New Jersey ruling allows gestational surrogate mother to file for custody

From the New York Times, a New Jersey Judge ruled that a woman who was the gestational surrogate for her brother and his male partner can file for custody of the children (they had twins). Gestational surrogate means that her eggs were not used in the pregnancy–her brother and his partner used their sperm and donor eggs to create the embryos that were then implanted in her uterus. She gave birth to twin girls, and is now fighting for custody. According to the NY Times, she is claiming that the surrogacy agreement was coerced.
This Judge cited the famous Baby M case as precedent, which was one of the first legal battles over these types of surrogacy arrangements in the US. The Baby M case was the first to give the surrogate mother rights–but in that case, the surrogate was also genetically connected to the child who was born from her egg as well. What’s interesting is that the woman in this case, Angelia Robinson, is being represented by the same lawyer who represented the surrogate mother in the Baby M case, Harold Cassidy.
Surrogacy is undoubtedly a complicated process. It brings up a lot of questions about parenthood, genetics, parental rights. It’s becoming a more common practice, probably because of advances in genetic technologies and also a new international surrogacy market. It’s also one of the technologies that allows queer people to parent, and for gay men who can encounter difficulty adopting because of restrictions based on sexuality (and who can’t give birth on their own using donor sperm), it may be one of their only options.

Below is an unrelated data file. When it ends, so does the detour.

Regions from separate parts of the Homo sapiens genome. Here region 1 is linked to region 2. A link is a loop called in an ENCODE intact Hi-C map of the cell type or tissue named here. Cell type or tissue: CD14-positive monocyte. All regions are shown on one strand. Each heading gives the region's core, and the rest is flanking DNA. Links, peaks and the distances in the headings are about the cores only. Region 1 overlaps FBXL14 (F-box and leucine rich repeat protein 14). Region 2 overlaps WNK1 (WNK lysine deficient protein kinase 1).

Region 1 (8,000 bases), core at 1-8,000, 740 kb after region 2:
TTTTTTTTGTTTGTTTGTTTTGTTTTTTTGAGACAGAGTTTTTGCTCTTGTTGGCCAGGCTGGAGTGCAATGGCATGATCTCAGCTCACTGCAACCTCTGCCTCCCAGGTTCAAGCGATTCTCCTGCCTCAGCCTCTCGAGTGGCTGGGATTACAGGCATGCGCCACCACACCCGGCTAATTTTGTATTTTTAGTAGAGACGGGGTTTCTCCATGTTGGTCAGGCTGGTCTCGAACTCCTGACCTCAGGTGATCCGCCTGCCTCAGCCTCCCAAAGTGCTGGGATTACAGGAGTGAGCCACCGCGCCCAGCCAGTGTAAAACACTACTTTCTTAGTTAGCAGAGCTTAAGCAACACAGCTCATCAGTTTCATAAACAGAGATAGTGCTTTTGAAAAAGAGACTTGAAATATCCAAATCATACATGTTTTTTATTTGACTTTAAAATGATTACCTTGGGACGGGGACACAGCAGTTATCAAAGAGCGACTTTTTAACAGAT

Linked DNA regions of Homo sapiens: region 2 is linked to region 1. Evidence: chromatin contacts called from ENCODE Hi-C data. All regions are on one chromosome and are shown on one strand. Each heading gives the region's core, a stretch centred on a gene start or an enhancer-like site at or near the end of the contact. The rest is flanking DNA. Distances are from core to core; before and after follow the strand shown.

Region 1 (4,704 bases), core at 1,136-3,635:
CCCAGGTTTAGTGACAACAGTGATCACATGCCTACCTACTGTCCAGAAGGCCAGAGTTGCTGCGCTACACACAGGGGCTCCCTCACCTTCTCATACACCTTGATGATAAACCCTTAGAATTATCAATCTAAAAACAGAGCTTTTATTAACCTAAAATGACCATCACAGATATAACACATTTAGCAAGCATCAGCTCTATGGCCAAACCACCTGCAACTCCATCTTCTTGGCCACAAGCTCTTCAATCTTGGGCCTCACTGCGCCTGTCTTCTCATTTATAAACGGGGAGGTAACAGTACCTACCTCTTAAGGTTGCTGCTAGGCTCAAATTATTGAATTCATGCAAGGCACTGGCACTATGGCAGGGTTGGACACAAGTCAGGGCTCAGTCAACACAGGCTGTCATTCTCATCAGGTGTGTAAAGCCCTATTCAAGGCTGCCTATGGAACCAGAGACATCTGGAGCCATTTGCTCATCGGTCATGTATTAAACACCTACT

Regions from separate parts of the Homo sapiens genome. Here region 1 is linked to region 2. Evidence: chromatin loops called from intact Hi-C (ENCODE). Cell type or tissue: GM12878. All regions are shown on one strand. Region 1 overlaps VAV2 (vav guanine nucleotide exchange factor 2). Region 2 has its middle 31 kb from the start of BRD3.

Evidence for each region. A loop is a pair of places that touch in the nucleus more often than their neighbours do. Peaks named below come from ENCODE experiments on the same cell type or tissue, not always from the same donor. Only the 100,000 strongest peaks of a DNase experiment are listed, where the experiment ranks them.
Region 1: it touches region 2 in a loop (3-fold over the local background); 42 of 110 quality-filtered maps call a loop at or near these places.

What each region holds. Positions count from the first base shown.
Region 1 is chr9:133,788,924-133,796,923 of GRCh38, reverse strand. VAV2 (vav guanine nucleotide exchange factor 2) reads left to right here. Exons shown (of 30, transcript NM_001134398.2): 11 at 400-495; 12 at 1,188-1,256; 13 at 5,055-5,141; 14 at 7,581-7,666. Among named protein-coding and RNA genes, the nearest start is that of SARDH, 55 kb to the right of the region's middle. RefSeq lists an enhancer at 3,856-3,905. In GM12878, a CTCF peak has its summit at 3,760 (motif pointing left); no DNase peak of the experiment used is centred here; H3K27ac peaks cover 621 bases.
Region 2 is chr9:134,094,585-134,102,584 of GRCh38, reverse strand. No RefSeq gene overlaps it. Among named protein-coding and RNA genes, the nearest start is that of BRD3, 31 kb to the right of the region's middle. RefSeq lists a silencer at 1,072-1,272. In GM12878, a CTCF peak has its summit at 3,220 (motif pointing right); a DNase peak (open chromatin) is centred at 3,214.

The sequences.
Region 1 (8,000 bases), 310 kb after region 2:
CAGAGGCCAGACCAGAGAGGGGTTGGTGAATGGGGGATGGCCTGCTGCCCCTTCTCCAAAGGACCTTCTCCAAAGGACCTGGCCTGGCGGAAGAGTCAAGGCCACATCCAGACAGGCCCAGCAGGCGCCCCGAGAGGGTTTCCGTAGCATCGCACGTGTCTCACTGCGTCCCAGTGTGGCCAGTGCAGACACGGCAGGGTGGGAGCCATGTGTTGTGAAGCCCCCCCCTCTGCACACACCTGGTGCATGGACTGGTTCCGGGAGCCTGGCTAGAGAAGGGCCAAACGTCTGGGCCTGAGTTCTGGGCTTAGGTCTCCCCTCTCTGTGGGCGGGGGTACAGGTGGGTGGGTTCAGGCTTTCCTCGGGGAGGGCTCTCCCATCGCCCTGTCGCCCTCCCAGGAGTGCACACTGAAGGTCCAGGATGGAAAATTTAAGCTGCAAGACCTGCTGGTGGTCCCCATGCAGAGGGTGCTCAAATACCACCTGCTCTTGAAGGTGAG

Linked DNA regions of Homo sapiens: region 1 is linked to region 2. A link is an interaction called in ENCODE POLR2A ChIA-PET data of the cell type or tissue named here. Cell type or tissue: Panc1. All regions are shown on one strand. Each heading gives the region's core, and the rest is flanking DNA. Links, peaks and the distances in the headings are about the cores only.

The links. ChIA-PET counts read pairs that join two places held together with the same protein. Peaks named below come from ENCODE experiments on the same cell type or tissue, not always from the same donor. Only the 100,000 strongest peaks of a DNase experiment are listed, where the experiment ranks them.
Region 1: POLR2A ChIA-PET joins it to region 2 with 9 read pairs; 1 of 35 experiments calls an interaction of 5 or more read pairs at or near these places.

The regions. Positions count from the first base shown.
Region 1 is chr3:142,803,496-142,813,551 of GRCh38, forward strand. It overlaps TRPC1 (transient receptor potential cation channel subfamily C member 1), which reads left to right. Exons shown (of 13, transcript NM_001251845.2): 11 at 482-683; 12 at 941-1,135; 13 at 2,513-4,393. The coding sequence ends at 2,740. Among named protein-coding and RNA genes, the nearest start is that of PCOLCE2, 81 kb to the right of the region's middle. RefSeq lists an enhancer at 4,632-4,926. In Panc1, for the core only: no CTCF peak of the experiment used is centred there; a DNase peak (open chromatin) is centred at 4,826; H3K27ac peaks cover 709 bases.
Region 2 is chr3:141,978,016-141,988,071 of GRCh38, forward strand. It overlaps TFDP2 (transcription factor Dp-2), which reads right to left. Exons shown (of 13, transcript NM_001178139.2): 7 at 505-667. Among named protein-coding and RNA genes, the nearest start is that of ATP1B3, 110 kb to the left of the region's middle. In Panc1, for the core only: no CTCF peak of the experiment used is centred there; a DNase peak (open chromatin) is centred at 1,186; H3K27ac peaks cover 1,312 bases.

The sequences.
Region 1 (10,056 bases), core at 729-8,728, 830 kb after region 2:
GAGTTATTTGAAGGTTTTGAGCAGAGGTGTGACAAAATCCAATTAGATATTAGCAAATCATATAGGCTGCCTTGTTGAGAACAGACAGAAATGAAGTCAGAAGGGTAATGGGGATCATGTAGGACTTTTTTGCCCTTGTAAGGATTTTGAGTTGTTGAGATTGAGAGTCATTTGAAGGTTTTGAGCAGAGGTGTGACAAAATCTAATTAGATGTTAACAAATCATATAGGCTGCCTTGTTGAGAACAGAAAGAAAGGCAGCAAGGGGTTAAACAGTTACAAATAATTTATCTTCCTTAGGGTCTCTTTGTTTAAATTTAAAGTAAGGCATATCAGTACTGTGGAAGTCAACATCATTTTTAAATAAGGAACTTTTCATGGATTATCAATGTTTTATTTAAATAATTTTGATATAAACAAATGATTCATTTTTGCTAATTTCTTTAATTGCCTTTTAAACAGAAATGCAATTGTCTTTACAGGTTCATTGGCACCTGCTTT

I have to admit that I was surprised a judge would rule in favor (although this is not the final custody hearing, but does allow Angelina to file for custody) of the non-genetic parent. But carrying a child in your womb for nine months is no small feat and brings up understandable questions about relationship and rights to a child.
I have mixed feelings about surrogacy. While I understand the desire to parent, and to feel genetically connected to one’s children, it seems like a long way to go for that. I also question the financial transactions involved in surrogacy arrangements, particularly when the women involved are low-income or in the developing world. I don’t think our legal system, which has a narrow definition of parenthood, is adequately prepared to handle these modern arrangements that don’t allow us to clearly identify a mother and father.
I think we’ll see more and more in the legal realm on practices like surrogacy as the practice gains popularity and these types of conflicts arise.
The real life accompaniment to baby mama
Gay men becoming daddies
Ricky Martin a new father
Thanks to Taryn for sending us this link

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